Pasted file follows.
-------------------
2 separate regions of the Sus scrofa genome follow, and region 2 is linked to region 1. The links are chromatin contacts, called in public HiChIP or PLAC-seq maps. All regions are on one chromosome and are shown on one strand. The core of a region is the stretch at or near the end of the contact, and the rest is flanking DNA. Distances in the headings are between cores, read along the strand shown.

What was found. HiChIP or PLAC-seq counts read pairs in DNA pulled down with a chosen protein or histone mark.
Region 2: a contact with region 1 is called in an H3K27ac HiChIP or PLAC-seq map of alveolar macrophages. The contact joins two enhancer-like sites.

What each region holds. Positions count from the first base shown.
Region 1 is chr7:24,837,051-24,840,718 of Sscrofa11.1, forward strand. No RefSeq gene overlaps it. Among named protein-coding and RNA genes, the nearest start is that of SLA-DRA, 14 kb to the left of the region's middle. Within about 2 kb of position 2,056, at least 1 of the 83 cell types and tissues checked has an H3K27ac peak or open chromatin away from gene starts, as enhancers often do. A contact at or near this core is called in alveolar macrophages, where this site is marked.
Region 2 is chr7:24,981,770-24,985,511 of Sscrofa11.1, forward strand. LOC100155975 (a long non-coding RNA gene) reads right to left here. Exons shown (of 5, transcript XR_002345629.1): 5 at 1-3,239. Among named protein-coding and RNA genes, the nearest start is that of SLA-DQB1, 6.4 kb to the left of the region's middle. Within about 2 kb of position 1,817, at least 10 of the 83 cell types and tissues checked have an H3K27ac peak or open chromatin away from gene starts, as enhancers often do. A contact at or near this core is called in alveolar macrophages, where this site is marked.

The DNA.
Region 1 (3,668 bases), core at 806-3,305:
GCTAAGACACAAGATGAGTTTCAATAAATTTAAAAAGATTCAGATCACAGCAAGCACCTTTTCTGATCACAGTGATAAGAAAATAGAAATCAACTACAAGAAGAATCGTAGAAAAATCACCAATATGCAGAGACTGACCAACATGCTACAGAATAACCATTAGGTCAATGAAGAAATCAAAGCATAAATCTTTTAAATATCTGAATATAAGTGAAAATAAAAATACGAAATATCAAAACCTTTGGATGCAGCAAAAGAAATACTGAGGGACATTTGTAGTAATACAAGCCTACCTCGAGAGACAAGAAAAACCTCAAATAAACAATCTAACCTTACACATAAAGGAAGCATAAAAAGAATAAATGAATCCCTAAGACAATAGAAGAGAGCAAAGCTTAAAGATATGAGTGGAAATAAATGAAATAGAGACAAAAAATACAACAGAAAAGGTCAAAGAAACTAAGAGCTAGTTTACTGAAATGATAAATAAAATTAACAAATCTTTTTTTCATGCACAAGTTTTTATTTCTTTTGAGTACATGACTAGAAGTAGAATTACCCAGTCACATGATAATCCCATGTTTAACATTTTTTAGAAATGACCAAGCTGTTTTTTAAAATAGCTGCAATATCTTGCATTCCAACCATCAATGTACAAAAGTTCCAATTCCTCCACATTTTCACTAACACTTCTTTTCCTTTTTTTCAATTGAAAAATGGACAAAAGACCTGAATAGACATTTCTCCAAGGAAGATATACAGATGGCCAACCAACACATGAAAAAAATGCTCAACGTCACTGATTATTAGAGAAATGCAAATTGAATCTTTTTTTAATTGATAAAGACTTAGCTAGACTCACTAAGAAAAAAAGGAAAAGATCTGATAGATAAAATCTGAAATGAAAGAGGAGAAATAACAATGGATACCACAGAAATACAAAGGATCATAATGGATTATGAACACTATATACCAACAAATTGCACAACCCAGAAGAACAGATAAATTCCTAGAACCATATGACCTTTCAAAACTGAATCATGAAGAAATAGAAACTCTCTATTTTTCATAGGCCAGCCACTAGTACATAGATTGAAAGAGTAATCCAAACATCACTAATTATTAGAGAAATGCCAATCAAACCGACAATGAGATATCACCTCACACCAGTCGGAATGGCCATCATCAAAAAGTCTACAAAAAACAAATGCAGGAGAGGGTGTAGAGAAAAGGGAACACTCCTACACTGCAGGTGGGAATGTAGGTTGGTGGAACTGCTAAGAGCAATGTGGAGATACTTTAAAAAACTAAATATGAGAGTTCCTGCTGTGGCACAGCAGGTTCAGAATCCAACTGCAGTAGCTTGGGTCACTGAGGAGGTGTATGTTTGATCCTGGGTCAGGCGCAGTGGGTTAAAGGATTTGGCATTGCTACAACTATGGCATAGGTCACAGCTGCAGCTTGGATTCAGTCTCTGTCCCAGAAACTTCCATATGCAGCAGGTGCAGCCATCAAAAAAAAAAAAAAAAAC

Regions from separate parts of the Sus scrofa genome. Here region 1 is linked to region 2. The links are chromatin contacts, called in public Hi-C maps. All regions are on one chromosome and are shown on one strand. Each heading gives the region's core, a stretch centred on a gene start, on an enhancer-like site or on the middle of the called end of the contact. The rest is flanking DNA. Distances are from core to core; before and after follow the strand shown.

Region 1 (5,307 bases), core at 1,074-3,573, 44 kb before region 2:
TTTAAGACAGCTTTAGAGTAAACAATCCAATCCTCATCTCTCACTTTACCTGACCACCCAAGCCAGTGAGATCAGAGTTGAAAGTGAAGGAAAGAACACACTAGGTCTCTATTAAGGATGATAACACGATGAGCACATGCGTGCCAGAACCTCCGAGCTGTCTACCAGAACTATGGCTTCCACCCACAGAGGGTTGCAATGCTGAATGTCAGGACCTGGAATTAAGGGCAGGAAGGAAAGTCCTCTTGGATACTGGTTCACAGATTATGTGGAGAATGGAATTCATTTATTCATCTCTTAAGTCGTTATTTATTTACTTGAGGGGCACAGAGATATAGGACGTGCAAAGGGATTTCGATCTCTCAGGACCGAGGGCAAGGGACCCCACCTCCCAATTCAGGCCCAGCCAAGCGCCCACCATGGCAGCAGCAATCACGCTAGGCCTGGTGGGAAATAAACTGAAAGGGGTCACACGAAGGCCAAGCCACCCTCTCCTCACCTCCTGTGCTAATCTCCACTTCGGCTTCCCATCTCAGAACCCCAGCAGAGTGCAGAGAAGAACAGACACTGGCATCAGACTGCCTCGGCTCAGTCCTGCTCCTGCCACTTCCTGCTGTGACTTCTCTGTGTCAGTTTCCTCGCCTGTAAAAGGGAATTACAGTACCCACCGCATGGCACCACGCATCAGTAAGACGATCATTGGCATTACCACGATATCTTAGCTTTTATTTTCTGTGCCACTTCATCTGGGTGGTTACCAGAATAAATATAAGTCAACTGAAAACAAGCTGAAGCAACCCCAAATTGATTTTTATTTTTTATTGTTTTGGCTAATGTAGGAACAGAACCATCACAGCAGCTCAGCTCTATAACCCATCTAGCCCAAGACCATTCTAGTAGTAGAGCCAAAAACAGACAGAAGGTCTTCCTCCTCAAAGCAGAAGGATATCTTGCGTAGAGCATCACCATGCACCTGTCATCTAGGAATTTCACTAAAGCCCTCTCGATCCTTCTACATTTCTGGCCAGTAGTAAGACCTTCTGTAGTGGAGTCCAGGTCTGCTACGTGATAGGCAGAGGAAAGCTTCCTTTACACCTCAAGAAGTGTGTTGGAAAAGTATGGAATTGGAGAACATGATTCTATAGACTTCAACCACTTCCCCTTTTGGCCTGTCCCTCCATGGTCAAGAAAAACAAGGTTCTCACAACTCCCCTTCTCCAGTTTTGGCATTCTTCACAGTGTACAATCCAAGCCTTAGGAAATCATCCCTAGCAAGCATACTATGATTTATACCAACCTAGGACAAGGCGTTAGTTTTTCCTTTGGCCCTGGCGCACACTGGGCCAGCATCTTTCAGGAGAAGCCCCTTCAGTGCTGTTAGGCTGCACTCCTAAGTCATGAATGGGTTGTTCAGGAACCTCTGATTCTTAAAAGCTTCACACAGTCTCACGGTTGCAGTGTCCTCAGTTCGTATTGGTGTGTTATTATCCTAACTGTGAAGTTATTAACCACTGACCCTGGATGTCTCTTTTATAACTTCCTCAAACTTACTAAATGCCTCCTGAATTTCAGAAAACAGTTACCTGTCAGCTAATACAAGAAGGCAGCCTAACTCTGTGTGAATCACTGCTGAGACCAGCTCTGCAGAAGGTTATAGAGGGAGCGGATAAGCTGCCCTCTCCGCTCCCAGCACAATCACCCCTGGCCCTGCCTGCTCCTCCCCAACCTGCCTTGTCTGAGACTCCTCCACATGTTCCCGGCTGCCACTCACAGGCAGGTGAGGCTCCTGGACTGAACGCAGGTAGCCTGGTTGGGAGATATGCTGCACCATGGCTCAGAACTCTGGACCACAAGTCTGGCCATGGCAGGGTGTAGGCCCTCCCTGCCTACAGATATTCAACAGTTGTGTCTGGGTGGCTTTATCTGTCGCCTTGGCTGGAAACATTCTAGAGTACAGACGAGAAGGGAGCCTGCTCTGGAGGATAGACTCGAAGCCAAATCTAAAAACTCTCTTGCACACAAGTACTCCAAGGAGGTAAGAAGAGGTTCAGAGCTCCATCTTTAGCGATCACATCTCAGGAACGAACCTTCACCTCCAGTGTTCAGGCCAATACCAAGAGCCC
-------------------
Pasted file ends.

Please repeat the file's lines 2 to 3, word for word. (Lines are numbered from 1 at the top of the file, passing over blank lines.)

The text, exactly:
What was found. HiChIP or PLAC-seq counts read pairs in DNA pulled down with a chosen protein or histone mark.
Region 2: a contact with region 1 is called in an H3K27ac HiChIP or PLAC-seq map of alveolar macrophages. The contact joins two enhancer-like sites.